I have always kept close contact with the Metta community and when the Creative DNA/EAA program was launched, I heard about it from the team at Metta. I was interested because it had a fashion element to it and while we started off as a running shoe, fashion was something that still felt daunting and I wanted to be part of a community that would help us figure out that part of the business.
What impact has the support from EAA had on your creative journey?
Support has been varied, from classes with local and international experts on fashion and the mechanics of running a business, to being part of a wonderful cohort of fashion entrepreneurs that have really improved my knowledge on the fashion business. We also received financial support that we are currently using to launch our maiden capsule collection that is focused on the lifestyle of a runner.
What opportunities have you gotten from being a cohort of the programme?
I have been part of digital conversations surrounding the London Fashion Week and benefited from press coverage on my brand and the programme. Most importantly, I have gotten the opportunity to partner with an upcoming designer from the cohort and very much looking forward to launching the collection that we are working on.
What are the challenges that you face in business?
1. Working capital financing – this is challenging for a capital-intensive business like ours since at any one time, cash is tied up in stocks. We’re looking at different options for affordable working capital financing and hope to find one soon.
Logistics – moving goods is expensive, whether its within Africa and outside it. Services are unreliable, non-tariff barriers are in abundance and all that adds up to the cost of doing business. We’re waiting to see how much the African Continental Free Trade Area (AfCFTA) will change that, at least for trade with other African countries. Different tax regimes, especially customs, can be expensive for customers too and prevents a smooth customer experience when both we or the customer are not sure of what to expect from the tax authorities in their countries.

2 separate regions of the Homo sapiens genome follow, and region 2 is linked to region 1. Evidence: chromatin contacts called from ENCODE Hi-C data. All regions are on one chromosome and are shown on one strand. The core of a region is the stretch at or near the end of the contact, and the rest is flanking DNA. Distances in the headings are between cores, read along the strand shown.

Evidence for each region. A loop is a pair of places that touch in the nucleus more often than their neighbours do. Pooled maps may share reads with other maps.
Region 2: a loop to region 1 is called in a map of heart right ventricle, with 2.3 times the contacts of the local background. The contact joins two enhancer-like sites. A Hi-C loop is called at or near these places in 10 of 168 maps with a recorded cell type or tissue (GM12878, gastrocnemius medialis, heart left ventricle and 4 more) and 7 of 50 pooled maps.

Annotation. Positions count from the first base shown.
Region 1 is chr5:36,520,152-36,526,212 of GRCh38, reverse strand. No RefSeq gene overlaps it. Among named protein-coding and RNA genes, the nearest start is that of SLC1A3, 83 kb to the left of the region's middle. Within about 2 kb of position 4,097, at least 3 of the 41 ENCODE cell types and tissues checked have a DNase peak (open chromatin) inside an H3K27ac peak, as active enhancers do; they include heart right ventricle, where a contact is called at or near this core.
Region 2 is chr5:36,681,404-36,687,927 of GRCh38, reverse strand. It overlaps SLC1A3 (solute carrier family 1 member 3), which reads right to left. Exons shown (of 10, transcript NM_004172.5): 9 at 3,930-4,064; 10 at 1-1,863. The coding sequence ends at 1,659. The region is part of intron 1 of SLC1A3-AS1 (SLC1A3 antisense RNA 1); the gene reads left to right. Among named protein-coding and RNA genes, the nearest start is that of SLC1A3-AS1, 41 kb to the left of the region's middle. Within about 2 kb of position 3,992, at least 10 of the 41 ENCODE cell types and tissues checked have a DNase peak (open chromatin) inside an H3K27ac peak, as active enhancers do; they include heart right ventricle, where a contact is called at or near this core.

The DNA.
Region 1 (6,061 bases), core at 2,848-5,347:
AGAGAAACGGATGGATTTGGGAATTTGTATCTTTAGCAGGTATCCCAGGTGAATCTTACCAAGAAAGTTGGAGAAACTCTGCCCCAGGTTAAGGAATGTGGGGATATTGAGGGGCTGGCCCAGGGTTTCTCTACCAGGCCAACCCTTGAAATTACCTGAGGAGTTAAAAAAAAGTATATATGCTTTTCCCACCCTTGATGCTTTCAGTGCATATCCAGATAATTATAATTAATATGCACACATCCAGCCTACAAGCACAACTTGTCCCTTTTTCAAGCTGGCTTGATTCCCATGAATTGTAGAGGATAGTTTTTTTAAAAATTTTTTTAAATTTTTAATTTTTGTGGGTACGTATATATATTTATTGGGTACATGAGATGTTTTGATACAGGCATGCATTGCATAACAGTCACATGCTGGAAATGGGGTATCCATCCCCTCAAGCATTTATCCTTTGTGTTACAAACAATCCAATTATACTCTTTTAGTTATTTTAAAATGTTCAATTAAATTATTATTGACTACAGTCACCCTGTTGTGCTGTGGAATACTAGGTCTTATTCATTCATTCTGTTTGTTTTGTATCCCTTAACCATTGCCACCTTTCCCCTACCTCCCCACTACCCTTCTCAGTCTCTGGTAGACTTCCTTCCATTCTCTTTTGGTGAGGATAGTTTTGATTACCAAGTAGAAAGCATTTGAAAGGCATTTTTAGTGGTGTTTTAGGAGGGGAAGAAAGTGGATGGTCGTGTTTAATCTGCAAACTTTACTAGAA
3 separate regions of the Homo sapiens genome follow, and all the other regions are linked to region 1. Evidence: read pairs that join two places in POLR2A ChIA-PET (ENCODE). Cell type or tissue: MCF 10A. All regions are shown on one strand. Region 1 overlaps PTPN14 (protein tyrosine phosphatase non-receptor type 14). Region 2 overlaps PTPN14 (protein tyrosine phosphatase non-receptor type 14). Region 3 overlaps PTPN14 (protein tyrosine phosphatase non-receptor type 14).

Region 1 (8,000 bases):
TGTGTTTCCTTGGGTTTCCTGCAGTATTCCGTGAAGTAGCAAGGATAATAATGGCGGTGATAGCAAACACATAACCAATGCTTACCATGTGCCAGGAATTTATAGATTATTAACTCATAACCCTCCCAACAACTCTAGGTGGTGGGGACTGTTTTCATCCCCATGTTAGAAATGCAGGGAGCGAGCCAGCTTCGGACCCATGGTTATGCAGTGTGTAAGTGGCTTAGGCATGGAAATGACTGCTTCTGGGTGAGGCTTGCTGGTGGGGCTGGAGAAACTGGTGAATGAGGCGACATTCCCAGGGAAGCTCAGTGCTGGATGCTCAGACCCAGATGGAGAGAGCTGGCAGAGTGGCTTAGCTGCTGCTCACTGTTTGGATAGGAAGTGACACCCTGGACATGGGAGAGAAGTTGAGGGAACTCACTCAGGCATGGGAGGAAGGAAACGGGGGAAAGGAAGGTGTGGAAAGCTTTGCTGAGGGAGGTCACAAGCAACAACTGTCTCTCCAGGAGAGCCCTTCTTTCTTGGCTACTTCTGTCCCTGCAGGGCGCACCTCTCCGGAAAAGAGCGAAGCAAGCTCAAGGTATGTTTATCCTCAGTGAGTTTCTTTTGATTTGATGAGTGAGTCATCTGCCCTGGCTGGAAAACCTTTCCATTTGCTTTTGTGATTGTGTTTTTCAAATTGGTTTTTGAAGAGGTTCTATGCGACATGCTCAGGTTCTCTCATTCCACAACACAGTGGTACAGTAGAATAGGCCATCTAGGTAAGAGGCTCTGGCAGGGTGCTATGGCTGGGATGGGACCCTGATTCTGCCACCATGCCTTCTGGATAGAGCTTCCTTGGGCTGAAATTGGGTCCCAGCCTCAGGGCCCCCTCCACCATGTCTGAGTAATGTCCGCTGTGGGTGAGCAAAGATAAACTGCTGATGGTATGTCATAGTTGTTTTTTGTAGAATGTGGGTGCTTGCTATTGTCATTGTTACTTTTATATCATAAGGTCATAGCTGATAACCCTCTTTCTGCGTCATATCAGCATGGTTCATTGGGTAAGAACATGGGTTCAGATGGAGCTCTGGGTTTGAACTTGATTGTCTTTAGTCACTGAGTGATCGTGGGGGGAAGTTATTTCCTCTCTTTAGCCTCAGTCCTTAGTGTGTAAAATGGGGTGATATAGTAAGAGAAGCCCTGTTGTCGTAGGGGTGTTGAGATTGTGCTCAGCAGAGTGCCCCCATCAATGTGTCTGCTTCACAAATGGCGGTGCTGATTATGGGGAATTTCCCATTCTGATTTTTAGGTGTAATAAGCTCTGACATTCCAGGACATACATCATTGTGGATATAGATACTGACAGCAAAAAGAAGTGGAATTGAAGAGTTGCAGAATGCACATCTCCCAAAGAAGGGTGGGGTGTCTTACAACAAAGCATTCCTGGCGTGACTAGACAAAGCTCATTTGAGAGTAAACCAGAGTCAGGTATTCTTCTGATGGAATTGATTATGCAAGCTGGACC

Digital marketing – as an online direct-to-consumer brand, figuring out digital marketing is an important element for our success. There’s no silver bullet and we are always continuously learning to see what works as we are determined to be a top 3 global running shoe brand in the near future.
How important it is for you to incorporate your heritage and traditions to your art?
Incorporating Kenyan history and running culture into our products is critical to our identity and success as a brand. From the way we name our products to the designs we incorporate; everything is steeped in heritage and tradition. For example, our debut lightweight trainer is called Iten, after the town in Rift Valley that is also known as the home of champions. Our daily trainers are called Lapatet, which means ‘run’ in Kalenjin. Both our shoes feature designs that represent the Rift Valley, as well as designs that include the Kitenge and Kikoi fabrics and the word ‘Harambee’ is imprinted on the sole of every sole we produce. These are just a few examples of how much heritage and traditions are key to our brand.
What makes you and your product stand out from the rest?
Enda is the only running shoe company based out of Africa and we are proud to be making our shoes in Kenya, the home of running champions.
What are your aspirations? Where do you want to be in the next 5years?
In the next 3 years, I want Enda to be one of the top three running shoe brands in the world. That, of course, means creating more jobs in Kenya and making more investments in the running community.
Brian Muchiri is a passionate writer who draws his inspiration from the experiences in his own life and of those around him. He is candid and he seeks to inspire society to be more pro active and vocal about the social issues that affect us. Brian is also actively involved in pushing for awareness and inclusion of people with disabilities through his foundation; Strong Spine.